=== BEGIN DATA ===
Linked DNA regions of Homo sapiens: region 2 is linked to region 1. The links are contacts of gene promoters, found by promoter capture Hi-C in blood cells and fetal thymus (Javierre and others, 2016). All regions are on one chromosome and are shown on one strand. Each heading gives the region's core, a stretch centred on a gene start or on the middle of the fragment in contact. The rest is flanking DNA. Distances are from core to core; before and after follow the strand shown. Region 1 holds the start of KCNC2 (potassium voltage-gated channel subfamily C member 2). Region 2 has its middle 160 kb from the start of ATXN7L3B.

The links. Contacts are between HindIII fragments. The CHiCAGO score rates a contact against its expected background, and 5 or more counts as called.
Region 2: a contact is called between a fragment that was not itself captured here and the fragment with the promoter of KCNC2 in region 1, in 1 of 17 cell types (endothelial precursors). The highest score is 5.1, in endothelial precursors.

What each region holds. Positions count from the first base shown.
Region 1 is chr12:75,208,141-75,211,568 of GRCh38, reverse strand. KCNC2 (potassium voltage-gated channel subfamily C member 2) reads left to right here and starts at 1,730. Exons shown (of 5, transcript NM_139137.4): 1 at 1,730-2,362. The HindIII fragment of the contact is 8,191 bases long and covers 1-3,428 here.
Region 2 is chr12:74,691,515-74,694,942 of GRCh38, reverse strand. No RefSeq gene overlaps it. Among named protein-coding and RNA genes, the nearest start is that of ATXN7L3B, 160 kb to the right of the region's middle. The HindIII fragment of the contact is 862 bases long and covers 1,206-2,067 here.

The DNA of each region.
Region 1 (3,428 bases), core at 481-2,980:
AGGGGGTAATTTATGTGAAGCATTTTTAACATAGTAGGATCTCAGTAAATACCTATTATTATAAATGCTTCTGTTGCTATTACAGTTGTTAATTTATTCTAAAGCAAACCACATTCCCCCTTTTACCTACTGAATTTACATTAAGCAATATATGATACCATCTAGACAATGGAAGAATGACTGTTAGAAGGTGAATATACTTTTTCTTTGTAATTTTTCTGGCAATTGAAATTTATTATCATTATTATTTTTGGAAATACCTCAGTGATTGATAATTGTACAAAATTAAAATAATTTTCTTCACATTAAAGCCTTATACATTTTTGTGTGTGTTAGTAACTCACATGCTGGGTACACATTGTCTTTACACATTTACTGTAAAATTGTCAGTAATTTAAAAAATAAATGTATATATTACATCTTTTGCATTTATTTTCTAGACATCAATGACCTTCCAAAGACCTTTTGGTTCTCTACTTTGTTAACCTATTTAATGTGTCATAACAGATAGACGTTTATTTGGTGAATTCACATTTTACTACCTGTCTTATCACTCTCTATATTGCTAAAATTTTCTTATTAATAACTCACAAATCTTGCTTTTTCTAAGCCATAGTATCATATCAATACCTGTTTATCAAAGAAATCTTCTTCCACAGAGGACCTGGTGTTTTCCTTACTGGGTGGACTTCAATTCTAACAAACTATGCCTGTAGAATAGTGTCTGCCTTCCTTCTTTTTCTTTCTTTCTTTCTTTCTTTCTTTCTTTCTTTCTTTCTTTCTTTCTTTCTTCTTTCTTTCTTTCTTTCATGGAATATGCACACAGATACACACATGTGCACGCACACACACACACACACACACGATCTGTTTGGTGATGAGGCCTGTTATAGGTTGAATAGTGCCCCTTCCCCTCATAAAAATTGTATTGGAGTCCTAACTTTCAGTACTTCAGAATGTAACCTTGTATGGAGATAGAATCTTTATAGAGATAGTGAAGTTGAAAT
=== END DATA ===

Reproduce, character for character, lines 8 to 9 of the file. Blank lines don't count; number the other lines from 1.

Region 1 (3,428 bases), core at 481-2,980:
AGGGGGTAATTTATGTGAAGCATTTTTAACATAGTAGGATCTCAGTAAATACCTATTATTATAAATGCTTCTGTTGCTATTACAGTTGTTAATTTATTCTAAAGCAAACCACATTCCCCCTTTTACCTACTGAATTTACATTAAGCAATATATGATACCATCTAGACAATGGAAGAATGACTGTTAGAAGGTGAATATACTTTTTCTTTGTAATTTTTCTGGCAATTGAAATTTATTATCATTATTATTTTTGGAAATACCTCAGTGATTGATAATTGTACAAAATTAAAATAATTTTCTTCACATTAAAGCCTTATACATTTTTGTGTGTGTTAGTAACTCACATGCTGGGTACACATTGTCTTTACACATTTACTGTAAAATTGTCAGTAATTTAAAAAATAAATGTATATATTACATCTTTTGCATTTATTTTCTAGACATCAATGACCTTCCAAAGACCTTTTGGTTCTCTACTTTGTTAACCTATTTAATGTGTCATAACAGATAGACGTTTATTTGGTGAATTCACATTTTACTACCTGTCTTATCACTCTCTATATTGCTAAAATTTTCTTATTAATAACTCACAAATCTTGCTTTTTCTAAGCCATAGTATCATATCAATACCTGTTTATCAAAGAAATCTTCTTCCACAGAGGACCTGGTGTTTTCCTTACTGGGTGGACTTCAATTCTAACAAACTATGCCTGTAGAATAGTGTCTGCCTTCCTTCTTTTTCTTTCTTTCTTTCTTTCTTTCTTTCTTTCTTTCTTTCTTTCTTTCTTTCTTCTTTCTTTCTTTCTTTCATGGAATATGCACACAGATACACACATGTGCACGCACACACACACACACACACACGATCTGTTTGGTGATGAGGCCTGTTATAGGTTGAATAGTGCCCCTTCCCCTCATAAAAATTGTATTGGAGTCCTAACTTTCAGTACTTCAGAATGTAACCTTGTATGGAGATAGAATCTTTATAGAGATAGTGAAGTTGAAAT